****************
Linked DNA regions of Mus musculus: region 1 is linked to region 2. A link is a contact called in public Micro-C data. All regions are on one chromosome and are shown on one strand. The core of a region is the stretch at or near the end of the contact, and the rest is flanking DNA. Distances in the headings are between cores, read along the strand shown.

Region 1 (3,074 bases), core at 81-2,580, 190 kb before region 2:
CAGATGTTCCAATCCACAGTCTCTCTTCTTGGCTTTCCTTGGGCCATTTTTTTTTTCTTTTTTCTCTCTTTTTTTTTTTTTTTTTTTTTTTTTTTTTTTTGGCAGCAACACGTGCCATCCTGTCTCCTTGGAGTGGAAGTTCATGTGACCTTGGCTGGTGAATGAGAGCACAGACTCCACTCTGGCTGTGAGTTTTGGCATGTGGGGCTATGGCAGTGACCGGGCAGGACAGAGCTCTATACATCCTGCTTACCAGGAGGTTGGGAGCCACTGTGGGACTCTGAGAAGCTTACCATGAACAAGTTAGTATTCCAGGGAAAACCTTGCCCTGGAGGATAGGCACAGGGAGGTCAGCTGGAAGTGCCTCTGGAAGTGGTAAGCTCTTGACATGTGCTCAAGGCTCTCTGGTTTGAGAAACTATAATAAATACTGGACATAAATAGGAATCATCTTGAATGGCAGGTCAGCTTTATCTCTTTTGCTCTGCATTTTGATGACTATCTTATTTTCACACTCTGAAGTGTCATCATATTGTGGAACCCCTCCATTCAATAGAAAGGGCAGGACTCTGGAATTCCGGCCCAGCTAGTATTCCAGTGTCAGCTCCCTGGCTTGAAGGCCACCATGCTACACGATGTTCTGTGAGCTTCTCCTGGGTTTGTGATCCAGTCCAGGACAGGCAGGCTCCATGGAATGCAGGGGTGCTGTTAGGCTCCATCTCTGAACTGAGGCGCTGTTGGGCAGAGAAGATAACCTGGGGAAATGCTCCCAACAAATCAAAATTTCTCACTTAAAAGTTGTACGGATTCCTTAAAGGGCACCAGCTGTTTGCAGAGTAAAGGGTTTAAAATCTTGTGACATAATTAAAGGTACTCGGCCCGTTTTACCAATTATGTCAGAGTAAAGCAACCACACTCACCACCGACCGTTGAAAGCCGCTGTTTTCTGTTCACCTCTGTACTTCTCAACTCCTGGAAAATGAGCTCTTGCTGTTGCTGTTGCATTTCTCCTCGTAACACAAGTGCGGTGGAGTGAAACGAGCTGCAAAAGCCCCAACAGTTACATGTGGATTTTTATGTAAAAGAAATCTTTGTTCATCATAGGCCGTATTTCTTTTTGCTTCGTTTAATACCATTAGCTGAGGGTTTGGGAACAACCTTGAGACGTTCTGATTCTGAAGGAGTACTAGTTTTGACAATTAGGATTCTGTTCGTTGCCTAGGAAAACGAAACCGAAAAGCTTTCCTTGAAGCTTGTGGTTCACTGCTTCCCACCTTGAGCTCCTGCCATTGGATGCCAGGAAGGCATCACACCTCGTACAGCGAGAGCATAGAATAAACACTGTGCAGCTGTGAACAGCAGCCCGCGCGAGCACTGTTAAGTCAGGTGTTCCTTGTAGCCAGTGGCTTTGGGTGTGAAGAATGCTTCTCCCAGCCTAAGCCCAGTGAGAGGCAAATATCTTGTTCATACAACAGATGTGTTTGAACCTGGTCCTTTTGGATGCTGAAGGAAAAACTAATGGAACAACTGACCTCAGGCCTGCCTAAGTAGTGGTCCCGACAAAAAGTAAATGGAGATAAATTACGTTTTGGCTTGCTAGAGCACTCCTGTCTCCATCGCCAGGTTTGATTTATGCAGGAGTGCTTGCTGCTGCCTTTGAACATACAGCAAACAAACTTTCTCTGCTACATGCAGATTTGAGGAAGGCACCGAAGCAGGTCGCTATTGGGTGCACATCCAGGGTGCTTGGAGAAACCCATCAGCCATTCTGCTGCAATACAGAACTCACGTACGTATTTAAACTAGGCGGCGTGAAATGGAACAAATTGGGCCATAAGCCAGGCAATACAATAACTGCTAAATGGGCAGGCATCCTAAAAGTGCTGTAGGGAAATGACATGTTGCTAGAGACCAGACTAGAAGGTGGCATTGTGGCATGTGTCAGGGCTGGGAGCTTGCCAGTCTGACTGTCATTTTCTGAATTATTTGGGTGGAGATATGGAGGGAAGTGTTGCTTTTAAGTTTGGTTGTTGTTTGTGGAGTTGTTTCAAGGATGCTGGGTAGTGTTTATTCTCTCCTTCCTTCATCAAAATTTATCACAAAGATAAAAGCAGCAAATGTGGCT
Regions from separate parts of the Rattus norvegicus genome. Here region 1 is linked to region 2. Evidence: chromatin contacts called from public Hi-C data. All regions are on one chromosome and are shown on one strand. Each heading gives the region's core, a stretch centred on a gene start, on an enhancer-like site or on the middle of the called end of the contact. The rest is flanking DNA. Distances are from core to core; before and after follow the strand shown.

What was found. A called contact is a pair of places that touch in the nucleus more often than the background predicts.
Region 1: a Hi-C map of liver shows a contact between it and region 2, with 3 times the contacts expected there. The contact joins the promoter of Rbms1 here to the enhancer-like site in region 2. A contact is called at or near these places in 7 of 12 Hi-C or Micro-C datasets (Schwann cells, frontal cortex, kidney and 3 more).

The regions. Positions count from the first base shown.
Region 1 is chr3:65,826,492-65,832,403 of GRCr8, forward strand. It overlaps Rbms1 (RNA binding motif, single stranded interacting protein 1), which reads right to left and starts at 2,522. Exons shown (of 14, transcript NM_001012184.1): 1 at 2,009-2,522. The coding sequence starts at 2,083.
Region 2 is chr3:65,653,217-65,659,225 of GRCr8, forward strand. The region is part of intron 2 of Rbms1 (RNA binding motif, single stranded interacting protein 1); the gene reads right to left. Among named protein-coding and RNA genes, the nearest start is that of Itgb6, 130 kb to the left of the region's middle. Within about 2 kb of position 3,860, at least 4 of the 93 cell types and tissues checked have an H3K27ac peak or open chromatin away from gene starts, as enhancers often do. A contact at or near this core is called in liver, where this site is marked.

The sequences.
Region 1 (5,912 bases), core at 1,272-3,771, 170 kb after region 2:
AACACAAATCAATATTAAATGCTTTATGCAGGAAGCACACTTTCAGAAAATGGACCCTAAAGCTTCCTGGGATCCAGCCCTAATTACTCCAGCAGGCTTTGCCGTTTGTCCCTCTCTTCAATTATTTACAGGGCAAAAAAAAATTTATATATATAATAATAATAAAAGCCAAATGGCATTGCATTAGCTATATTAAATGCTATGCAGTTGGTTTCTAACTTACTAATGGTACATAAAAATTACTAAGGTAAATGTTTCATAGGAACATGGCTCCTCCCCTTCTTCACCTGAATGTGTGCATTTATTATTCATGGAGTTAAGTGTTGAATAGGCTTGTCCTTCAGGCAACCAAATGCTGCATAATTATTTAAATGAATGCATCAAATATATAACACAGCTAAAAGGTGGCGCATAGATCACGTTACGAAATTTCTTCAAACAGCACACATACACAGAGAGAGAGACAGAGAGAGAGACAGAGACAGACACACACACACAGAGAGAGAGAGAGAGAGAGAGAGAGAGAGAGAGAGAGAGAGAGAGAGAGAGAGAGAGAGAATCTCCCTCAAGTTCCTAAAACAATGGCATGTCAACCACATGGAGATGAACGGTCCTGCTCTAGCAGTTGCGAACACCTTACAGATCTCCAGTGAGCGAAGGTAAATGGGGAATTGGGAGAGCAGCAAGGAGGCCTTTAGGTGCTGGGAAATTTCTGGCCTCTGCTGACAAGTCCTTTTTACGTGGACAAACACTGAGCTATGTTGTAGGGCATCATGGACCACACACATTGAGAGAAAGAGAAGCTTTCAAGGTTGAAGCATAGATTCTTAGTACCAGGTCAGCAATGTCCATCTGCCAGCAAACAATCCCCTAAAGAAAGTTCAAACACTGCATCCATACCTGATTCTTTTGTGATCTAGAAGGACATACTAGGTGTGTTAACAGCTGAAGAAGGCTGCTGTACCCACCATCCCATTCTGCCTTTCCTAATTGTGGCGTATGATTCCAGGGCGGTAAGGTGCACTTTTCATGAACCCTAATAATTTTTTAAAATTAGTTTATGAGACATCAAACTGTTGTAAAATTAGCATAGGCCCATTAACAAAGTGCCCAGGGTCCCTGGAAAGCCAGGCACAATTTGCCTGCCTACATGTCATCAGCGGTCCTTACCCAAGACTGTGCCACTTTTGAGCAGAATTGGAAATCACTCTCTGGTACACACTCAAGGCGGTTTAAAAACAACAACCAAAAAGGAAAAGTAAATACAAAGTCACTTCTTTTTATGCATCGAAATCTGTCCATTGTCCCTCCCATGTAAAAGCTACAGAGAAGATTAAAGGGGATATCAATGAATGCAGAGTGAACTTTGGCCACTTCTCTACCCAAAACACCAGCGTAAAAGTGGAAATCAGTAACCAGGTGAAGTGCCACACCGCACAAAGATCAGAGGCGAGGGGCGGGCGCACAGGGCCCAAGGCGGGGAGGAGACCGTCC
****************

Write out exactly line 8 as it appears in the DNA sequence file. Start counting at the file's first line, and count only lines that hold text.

Region 1 is chr3:65,826,492-65,832,403 of GRCr8, forward strand. It overlaps Rbms1 (RNA binding motif, single stranded interacting protein 1), which reads right to left and starts at 2,522. Exons shown (of 14, transcript NM_001012184.1): 1 at 2,009-2,522. The coding sequence starts at 2,083.